Hate crime affects a worryingly high percentage of people with learning disabilities, but a new helpline is an important step in helping the people affected.

Sadly, hate crime is a part of everyday life for many people with learning disabilities, it seems. While much of it may not appear that serious – name calling or anti-social behaviour for example – it can nevertheless have a significant adverse impact on people’s quality of life, especially if it goes on for a sustained period.

While figures released in September 2012 by the Association for Chief Police Officers showed that in 2011, 2,095 disability hate crimes were reported – up from 1,569 in 2010 – there is still a feeling that the number is only the tip of a very large iceberg.

Indeed, Mencap estimates that 9 in 10 people with a learning disability are verbally harassed or exposed to violence as a result of their disability. Given that there are estimated to be 1.5 million people in the UK with a learning disability, that’s a lot of people suffering from hate crime.

Additionally, a survey by Scope in July 2012 found that nearly half of all people with disabilities believe attitudes towards them had worsened in the past year; and that 64% had experienced aggression, hostility or name calling.

So, the launch of the Stop Learning Disability Hate Crime helpline is perhaps overdue. It’s a great concept: the helpline, run by hate crime support organisation Stop Hate UK, is staffed by specially trained operators, calls are confidential, and callers will be asked whether they need on-going support. Referrals will be made where consent has been given by the victim.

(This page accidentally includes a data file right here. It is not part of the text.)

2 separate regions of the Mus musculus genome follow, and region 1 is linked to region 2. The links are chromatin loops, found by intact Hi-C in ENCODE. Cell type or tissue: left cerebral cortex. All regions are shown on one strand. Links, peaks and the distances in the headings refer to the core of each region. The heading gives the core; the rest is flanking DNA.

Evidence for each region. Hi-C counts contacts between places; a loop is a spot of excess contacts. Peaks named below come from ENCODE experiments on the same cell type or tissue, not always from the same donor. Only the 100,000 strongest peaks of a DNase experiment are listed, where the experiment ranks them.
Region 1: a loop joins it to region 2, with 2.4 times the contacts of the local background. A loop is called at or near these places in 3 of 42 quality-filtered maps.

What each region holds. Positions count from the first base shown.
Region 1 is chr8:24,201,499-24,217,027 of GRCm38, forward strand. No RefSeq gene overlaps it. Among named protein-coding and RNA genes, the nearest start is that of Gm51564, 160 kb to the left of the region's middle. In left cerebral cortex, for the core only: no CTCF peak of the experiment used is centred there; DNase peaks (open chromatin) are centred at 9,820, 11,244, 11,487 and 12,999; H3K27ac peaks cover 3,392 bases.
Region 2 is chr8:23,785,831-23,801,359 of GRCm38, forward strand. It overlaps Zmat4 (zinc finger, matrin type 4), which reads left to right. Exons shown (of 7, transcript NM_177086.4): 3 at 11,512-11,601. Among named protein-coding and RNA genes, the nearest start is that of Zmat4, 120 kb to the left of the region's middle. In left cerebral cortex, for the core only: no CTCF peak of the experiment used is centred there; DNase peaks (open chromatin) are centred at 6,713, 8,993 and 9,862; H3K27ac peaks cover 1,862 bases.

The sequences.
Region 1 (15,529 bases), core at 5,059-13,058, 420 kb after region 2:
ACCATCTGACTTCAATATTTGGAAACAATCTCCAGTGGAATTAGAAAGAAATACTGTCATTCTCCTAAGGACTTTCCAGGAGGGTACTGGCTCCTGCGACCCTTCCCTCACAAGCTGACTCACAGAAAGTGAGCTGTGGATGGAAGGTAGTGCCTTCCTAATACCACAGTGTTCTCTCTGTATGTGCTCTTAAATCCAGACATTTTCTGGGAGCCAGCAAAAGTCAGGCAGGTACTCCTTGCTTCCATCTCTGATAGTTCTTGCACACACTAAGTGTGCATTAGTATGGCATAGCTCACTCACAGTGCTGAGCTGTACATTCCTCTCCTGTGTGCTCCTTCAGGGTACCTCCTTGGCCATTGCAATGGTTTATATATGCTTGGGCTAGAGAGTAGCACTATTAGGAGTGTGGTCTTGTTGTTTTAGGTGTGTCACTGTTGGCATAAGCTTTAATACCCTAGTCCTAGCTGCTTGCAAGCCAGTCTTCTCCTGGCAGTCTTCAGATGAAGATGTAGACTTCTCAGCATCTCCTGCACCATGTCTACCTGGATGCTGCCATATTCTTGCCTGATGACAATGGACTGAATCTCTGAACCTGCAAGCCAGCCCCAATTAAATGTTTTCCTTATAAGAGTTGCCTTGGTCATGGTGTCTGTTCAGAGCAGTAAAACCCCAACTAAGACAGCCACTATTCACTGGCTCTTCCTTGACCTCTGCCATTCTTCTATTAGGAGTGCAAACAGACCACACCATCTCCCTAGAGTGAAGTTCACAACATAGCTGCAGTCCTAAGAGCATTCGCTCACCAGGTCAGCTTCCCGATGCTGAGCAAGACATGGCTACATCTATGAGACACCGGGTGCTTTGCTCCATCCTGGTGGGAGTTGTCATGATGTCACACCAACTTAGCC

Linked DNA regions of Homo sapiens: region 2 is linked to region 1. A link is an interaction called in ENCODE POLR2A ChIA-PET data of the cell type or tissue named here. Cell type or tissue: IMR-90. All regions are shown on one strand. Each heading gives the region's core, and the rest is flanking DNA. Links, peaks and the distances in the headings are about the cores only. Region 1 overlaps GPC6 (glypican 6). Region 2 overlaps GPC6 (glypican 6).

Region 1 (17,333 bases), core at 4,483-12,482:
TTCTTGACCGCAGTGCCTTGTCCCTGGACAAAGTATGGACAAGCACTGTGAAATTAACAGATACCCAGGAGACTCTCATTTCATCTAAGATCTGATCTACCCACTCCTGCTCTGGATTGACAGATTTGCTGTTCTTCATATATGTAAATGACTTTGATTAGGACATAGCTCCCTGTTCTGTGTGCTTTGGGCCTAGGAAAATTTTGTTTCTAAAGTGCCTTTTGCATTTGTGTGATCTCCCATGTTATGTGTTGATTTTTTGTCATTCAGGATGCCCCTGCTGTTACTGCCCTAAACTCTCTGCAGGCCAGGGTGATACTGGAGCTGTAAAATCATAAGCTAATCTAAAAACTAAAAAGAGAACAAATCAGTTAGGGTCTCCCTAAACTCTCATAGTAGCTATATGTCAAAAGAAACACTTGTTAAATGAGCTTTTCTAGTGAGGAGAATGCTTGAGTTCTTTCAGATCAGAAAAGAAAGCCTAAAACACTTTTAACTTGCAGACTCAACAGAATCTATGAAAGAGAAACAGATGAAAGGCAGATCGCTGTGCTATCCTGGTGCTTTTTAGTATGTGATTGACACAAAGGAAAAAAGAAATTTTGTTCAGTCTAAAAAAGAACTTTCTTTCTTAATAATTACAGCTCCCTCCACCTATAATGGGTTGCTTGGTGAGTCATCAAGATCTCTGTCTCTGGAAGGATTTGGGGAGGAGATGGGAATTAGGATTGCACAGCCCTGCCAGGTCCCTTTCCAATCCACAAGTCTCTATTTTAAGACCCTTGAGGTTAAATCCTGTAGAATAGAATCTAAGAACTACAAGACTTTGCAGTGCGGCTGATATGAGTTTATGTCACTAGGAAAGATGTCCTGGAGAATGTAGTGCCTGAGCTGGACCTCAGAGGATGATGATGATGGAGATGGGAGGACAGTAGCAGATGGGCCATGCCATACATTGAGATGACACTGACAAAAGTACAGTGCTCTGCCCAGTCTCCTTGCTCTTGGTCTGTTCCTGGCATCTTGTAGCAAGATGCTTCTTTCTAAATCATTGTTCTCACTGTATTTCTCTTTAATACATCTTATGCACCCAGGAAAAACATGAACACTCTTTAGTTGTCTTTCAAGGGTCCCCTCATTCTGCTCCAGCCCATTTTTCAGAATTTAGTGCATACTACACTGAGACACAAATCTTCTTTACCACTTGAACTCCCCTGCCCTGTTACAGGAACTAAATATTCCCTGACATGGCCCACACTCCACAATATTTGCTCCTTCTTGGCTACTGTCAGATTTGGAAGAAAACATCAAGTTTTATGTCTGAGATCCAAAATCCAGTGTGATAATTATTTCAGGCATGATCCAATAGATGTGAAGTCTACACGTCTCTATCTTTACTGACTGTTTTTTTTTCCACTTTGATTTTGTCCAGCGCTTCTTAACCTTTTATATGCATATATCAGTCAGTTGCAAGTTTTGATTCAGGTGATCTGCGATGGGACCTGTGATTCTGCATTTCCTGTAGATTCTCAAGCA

Perhaps more importantly, Stop Hate UK will also follow up with callers and offer additional support, referrals or signposting where appropriate. Often, this type of service is lacking when people go to the police about disability hate crime, but there’s no question that some will need support to deal with and overcome their experiences.

Crucially, all incidents will be reported to the local police by Stop Hate UK, either with the victim’s details for investigation purposes, if that is what they want, or without the details of the victim, for information and monitoring purposes.

This is especially important because people with learning disabilities often either don’t want to go to the police, or don’t believe what has happened  is important enough for them to do so. While I expect the new service may cause a significant spike in next year’s hate crime figures, it will mean they are closer to reflecting the true picture. It could also mean that more perpetrators are brought to justice.

While much more needs to be done to tackle disability hate crime – from Government policy, more positive representations of people with disabilities in the media , improved police attitudes and public education – the helpline is a welcome addition.